Background: This study evaluates surgical outcomes and survival rates of implants placed in a multidisciplinary implant teaching programme.
Methods: A retrospective review of all implant surgery performed over a 6-year period by accredited oral and maxillofacial surgery trainees at the Royal Dental Hospital of Melbourne was undertaken. Patients were reviewed for a minimum of 6 months post-implant placement. Implant survival was defined as those implants which were not removed, were clinically integrated as assessed by torque testing and in an appropriate position to receive a subsequent prosthesis. Kaplan-Meier analysis was used to assess overall survival and univariate factors affecting survival. Multivariate analysis used Cox proportional hazards models.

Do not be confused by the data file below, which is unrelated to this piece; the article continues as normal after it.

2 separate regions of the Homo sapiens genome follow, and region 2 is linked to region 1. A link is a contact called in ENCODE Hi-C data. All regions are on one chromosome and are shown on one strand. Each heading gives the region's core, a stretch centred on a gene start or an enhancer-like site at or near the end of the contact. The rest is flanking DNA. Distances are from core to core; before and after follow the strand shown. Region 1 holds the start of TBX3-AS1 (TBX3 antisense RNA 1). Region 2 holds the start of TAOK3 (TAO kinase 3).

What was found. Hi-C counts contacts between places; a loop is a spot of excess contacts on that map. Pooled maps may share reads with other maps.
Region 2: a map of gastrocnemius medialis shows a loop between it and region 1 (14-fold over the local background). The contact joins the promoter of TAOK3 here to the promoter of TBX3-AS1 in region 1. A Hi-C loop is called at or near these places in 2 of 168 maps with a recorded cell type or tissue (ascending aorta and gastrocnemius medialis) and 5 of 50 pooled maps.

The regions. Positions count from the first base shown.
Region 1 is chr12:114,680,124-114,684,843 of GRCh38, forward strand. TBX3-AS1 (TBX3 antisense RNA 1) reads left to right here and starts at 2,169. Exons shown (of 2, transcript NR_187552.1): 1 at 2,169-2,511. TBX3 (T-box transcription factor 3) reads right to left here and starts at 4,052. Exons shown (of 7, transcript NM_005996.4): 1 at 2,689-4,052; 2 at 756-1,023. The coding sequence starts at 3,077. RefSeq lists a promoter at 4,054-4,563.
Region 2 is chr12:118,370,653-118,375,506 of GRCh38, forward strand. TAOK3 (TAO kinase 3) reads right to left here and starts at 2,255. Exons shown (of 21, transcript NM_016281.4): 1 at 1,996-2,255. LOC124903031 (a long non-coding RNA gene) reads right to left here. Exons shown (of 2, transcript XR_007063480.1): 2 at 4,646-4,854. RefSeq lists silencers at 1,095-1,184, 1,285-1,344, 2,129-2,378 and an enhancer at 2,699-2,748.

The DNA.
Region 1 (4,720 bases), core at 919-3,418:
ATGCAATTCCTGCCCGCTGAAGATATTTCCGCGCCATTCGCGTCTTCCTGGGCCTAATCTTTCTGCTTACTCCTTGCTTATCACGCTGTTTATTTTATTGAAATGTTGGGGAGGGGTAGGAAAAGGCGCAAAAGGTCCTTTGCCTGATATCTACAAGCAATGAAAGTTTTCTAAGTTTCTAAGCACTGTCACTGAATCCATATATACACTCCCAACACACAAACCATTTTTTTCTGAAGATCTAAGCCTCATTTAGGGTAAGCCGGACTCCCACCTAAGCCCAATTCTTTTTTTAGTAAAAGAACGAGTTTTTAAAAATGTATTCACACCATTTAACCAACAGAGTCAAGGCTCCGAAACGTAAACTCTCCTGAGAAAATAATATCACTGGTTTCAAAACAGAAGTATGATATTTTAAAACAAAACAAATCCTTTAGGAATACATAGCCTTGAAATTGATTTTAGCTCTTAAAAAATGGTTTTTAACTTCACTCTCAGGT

Results: Over 6 years, 127 patients were treated. Follow-up data were present for 105 patients with 236 implants placed. Survival of implants at 1 and 5 years was 94 per cent and 92.8 per cent, respectively. The only univariate and multivariate factor which affected implant survival was perioperative bone grafting. All failed implants were single stage. Other factors such as patient age, smoking status, implant site, anaesthetic type, immediate or delayed placement, implant length and diameter, and medical comorbidities did not significantly affect implant survival.
Conclusions: A satisfactory implant survival rate was found in a tertiary teaching centre. Perioperative bone grafting significantly increased the risk of implant failure.